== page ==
This seems to be the favourite of people who are fully aware of Rielly’s talent, but equally aware of his shortcomings and don’t want to see the Leafs move on from him. On the surface it addresses the issue of the Leafs needing more firepower up front, it creates an opening for either Lehtonen or Sandin on the back end (which, if you are frustrated by Rielly, how do you think you’ll feel with increased minutes for Lehtonen), and it is something the Leafs can act on quickly.
We’ve seen the Leafs make this move with Ian White for a few games, Justin Holl has played some time at forward in another life as well, and trying to convert Jake Gardiner to a forward was a common theme of Leafs fans over his time with Toronto. We can look at examples like Dustin Byfuglien, Brent Burns, and even Wendel Clark and acknowledge it can be done, but really think about what the Leafs would be getting with Rielly.
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Rielly doesn’t necessarily compliment what is already there in the top six at this point, and with his learning curve to the position he’s not going to be ready for that. He’s at best going to be on the third line with Alex Kerfoot, and Ilya Mikheyev, not exactly players that will spark his offensive growth.
There’s also something to be said for the true value of Rielly’s offense is providing that swift, playmaking fourth forward option on attacks, and in puck cycles and removing him from that role flattens him down to a pretty run of the mill middle six winger, not someone you’d value at around $5M anyway.
There also should be some acknowledgement of what Rielly does right on defense, and that’s that he generally reads odd man rushes very well (as long as Connor McDavid isn’t involved), and he provides an important outlet when in his own zone for his team to move the puck to him so he can facilitate an exit of the zone.
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His questionable positional play, coverage decisions, and lack of physicality aside, there are components to Rielly’s defensive game that warrant keeping him a defenseman and not going all-in on an experiment with him at forward. Especially one that would likely impact his trade value.

Option 3: Trade him

The idea of immediately trading Rielly doesn’t hold a lot of appeal for me, and here’s why…
Basically, find me a team looking for an offensive defenseman that has a forward priced at around $5M or less that the Leafs would see as fair value for Rielly. The options are pretty slim, and with Rielly you would be looking for someone who would be at a top line wing or second line center level of talent. In a year where the Leafs are positioned for a meaningful playoff performance (or at the very least last stand with this core), moving Rielly in season for a question mark doesn’t hold a lot of appeal. It’s also much more likely that teams are wanting to tap into the readily available options like Vince Dunn, Victor Mete, and even Travis Dermott.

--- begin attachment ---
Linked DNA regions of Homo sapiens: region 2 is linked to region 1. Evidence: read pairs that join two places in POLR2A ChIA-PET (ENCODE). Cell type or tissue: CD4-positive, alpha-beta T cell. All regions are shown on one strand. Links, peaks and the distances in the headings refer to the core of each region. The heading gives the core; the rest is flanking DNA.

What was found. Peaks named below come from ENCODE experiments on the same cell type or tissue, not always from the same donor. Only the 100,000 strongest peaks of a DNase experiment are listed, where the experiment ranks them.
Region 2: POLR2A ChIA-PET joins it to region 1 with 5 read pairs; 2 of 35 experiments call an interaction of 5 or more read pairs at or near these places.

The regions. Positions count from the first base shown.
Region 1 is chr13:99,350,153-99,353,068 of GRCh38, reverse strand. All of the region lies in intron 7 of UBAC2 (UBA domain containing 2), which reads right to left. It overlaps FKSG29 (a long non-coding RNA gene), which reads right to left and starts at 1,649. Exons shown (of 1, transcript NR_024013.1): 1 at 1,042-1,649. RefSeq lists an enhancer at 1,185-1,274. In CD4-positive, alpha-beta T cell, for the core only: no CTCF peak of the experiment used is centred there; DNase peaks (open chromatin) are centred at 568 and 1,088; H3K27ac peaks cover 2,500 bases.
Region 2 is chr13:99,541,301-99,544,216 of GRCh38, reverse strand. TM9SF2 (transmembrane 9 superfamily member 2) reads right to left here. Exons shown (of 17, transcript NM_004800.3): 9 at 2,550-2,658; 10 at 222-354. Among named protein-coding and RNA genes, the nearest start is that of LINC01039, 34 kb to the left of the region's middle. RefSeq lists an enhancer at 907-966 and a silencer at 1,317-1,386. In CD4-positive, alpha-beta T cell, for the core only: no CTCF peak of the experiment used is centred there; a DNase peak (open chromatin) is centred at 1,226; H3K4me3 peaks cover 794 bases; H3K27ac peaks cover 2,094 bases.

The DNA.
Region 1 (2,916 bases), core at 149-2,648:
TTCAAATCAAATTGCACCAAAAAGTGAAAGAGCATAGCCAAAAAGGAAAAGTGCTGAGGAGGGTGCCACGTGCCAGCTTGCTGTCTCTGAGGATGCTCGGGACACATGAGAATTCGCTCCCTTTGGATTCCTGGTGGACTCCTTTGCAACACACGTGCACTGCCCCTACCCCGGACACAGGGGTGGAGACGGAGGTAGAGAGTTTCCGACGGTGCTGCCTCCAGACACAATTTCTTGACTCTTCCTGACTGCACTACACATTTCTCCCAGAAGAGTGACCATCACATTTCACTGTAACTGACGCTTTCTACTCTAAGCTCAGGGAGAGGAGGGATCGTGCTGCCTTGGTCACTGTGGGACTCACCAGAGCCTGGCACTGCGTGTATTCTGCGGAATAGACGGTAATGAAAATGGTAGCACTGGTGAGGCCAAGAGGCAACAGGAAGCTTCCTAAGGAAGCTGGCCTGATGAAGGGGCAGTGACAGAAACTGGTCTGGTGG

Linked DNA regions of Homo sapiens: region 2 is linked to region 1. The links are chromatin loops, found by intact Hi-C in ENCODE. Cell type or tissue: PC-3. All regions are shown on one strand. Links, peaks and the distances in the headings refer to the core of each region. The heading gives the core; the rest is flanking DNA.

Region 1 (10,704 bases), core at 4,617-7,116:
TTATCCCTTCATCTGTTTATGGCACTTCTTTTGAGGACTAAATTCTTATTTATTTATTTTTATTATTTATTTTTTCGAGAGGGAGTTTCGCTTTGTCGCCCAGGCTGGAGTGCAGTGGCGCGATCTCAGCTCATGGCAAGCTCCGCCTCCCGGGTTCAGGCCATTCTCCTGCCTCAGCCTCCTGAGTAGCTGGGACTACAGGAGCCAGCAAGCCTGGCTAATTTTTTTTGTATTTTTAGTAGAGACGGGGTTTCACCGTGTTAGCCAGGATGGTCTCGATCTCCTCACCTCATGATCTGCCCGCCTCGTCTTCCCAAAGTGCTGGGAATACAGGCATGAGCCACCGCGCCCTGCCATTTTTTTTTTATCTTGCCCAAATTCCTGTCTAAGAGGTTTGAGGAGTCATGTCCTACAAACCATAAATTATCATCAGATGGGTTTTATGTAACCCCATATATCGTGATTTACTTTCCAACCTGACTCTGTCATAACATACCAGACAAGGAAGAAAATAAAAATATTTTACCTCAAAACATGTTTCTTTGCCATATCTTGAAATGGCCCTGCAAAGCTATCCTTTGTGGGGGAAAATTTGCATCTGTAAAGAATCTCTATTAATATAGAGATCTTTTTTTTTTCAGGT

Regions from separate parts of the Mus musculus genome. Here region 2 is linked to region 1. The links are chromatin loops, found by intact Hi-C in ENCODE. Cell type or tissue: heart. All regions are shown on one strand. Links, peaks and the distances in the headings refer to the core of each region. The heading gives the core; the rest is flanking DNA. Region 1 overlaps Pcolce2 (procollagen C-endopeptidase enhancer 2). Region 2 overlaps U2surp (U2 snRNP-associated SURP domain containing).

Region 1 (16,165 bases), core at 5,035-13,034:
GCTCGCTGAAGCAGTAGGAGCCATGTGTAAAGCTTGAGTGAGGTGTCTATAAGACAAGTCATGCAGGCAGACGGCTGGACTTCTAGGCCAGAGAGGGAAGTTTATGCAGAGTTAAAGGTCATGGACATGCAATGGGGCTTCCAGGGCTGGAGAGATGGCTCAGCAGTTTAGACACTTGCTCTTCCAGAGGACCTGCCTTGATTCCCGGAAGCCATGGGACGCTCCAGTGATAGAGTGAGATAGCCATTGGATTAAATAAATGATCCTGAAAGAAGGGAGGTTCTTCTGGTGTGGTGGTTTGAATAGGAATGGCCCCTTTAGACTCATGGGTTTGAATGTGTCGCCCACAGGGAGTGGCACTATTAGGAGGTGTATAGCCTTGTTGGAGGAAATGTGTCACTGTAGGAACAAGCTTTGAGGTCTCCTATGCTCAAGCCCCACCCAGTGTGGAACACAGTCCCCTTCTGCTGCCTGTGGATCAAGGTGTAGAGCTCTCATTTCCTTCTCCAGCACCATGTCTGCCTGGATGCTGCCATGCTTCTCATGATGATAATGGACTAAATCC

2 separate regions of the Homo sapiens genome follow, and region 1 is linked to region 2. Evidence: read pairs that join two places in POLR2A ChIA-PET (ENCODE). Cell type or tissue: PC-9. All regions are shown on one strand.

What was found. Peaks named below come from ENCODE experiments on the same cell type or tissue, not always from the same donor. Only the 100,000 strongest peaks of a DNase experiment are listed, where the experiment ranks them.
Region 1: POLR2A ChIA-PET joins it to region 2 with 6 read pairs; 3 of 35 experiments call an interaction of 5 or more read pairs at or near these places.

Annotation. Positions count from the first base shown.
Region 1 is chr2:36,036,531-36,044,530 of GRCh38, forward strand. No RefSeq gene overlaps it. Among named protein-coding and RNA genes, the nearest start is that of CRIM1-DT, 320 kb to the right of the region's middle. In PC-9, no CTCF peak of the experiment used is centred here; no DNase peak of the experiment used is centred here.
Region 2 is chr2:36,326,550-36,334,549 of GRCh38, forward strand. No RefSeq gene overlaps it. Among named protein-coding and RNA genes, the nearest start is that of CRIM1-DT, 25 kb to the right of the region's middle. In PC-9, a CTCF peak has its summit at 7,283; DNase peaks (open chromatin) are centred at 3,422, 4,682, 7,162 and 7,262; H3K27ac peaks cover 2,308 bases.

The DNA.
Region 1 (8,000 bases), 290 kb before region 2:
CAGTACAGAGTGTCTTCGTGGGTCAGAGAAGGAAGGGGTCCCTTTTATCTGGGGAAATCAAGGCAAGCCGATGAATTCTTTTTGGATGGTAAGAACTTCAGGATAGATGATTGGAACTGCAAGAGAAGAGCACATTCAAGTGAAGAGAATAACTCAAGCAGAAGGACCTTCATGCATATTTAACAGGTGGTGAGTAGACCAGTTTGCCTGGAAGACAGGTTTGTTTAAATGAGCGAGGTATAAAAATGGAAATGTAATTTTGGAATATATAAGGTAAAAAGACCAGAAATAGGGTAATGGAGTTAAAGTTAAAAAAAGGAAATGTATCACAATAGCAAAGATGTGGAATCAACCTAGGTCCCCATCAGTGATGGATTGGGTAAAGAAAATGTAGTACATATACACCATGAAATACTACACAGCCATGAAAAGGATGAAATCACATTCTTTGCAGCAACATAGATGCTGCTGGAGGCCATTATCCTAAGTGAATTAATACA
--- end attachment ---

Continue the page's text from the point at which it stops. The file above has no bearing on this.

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After this season however, the situation around Rielly changes significantly. Once free agency opens, Rielly is eligible for having his contract extended. If the Leafs want to do that and can get him at around the rate they are paying him now, I think you throw the trade him idea out the window completely, and move on. Unfortunately the reality is there will likely need to be a couple more million dollars attached to Rielly’s annual salary and that should be a non-starter for the Leafs, and that’s when you move on from him. Waiting until after July 1st (which seems likely since the season runs past that date) means Rielly’s base salary is all his future team will be paying him, and $3M for a year of Morgan Rielly has appeal everywhere, especially to those interested in signing him long term. That is the point where moving on makes sense.
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Go with Option 1 short term and Option 3 in the summer

In my opinion, the Leafs are better off riding it out with Morgan Rielly and perhaps with a little reflection on how variety on the blueline is good. In a league where players like Erik Karlsson, P.K. Subban, Kris Letang, Thomas Chabot, John Carlson, and other offensive defensemen have been coveted, even by Leafs fans, as a fan base we are putting a pretty low value on Rielly, and low appreciation for the kind of game he plays. While I can fully appreciate that the Leafs don’t have a strong enough team defense to let their top minute defenseman struggle at the position, there should be an exploration of how the Leafs can better work around Rielly, and let him be Rielly rather than adding components to his game that simply won’t ever be there.
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In the offseason it makes sense to part ways. While we should all appreciate $5M Morgan Rielly, we should be fearful of a slightly older $7M Morgan Rielly as a long term part of the Leafs. In a summer where there at least 8 teams will lose a defenseman to Seattle, there’s probably going to be a market for him too. Be patient, and for the love of God, don’t use him as a forward.